Finally, cold beers at Swakopmund campsite Sophia Dale
And so we set up – and by this time we are real professionals at setting up camp – in no time at all and start getting together a braai. We’re back to cold beer now so it’s a pleasure! The dogs are chilling with us but every once in a while run off to see if another camper might not feed them (or so I assume). The two friendly dogs’ names are Laila, an Africanis of some sort, and Chicco, some kind of Africanis Jack Russell cross. This braai feels like a feast. We haven’t had veggies (other than potatoes and onions) for a while and we’re tucking into a decent, fresh, crispy salad with the best produce we could find, as well as heavenly t-bone steaks with butter! It’s still a highlight as one of our best dinners on the trip. Each campsite has a tiny lapa and table vibe that two or three people can sit around comfortably. We spend the evening relaxing, showering and finally getting comfy in our tent.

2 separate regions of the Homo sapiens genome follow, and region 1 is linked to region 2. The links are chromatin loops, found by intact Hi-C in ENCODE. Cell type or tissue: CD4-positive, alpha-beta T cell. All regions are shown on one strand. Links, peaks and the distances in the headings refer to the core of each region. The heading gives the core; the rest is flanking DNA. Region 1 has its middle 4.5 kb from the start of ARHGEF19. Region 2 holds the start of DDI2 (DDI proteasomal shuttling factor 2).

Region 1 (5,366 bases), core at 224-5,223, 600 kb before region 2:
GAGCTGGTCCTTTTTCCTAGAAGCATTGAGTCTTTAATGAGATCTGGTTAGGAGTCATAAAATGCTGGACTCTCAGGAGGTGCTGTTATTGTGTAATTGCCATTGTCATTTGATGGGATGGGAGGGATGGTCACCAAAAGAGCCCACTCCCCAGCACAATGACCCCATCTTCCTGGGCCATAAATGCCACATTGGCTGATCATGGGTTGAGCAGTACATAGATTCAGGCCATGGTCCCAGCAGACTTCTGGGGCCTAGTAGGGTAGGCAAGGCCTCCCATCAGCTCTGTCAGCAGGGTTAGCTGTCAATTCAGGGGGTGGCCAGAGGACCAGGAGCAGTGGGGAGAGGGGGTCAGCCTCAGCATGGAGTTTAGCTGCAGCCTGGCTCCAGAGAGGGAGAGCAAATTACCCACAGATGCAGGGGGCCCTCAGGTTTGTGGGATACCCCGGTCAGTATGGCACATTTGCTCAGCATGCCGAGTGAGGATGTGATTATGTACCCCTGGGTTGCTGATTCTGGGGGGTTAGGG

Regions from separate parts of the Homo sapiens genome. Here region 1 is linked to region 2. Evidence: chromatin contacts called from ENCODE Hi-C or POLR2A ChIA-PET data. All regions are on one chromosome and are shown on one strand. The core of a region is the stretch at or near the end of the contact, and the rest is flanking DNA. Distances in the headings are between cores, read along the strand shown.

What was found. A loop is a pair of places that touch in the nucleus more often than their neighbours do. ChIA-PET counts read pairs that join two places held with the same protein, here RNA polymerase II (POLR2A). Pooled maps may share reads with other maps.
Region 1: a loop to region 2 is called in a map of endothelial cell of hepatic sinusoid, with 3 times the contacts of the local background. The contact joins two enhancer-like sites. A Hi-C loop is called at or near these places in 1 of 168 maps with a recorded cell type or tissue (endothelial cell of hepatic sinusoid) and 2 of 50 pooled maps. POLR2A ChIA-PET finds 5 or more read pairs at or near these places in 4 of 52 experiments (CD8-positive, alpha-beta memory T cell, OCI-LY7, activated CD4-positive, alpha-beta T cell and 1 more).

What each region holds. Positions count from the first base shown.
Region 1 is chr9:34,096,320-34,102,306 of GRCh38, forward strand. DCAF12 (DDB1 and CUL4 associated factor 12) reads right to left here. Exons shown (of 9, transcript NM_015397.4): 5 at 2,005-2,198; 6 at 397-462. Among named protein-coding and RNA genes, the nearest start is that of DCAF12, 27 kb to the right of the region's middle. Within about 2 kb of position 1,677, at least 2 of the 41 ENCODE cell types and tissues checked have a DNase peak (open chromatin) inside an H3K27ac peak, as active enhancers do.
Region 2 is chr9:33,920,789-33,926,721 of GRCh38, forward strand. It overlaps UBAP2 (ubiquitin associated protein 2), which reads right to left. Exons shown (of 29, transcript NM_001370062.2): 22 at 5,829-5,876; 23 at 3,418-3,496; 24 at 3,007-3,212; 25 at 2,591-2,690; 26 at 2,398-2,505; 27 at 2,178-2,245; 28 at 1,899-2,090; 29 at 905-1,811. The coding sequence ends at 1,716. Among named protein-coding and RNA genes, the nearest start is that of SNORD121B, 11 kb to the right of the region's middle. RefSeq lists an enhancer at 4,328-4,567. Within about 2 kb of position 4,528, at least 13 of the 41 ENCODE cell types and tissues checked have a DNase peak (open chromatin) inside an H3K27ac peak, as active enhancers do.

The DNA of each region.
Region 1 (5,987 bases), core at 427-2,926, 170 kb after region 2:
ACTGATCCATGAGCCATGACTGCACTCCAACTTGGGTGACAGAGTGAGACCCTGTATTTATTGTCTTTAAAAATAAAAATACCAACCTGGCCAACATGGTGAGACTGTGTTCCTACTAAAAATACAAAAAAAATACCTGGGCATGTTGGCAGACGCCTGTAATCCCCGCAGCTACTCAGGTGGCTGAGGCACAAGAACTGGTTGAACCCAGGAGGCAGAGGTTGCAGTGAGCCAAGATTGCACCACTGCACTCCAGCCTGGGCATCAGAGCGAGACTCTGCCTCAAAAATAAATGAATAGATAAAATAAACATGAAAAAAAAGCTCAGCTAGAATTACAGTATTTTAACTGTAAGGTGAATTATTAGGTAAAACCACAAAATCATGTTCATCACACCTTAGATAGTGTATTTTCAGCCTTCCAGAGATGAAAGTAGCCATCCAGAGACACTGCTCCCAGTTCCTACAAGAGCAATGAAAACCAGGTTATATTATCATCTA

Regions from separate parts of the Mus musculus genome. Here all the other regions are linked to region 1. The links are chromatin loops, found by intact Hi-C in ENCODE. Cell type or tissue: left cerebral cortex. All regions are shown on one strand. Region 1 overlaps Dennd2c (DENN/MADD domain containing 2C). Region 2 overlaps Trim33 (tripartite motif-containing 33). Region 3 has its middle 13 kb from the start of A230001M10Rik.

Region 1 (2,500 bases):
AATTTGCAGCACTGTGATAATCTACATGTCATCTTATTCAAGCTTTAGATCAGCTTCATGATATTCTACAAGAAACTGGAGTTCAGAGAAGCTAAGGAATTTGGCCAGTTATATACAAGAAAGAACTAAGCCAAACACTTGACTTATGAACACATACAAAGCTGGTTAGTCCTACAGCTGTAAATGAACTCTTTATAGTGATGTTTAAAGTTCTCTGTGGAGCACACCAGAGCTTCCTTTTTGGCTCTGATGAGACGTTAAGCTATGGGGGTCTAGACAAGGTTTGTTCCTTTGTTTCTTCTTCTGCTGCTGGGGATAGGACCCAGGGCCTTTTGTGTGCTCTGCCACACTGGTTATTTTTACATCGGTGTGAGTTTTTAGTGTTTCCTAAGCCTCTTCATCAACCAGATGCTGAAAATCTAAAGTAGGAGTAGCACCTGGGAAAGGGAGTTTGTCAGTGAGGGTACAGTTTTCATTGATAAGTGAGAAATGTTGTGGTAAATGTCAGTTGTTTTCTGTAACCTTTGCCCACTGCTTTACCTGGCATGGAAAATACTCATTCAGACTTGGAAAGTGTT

On Day 8, the trip to Etosha commences. We actually leave at 10:00 which is the earliest we’ve managed to get going thus far. This part of Namibia is much more populated, turning from desert to sub-tropical the further north you travel. As such, we end up driving through a number of towns: Karibib, Omaruru, Otjiwarongo and Outjo among a few others. I love these names and though I find out I’m mispronouncing most, they seem very Mauri in nature to me. There are also a lot more cars on the road now. Whereas in the desert, you could go hours without ever seeing another car, here there are always cars. Our whole road there is all tar, divine glorious tar. We stop in Otjiwarongo and find a restaurant where we have lunch. We also realise it’s Christmas Eve as we notice all the decor in the restaurant. It’s the first time since Keetmanshoop that we’re not making our own meal. My pizza is pretty nice, if nothing mind-blowing. Tall Dark & Handsome’s Gemsbok burger on the other hand is fairly terrible. Finally the novelty of having someone else make a meal for us wears off as we are surrounded by flies and tardy service. So we head back out on the road.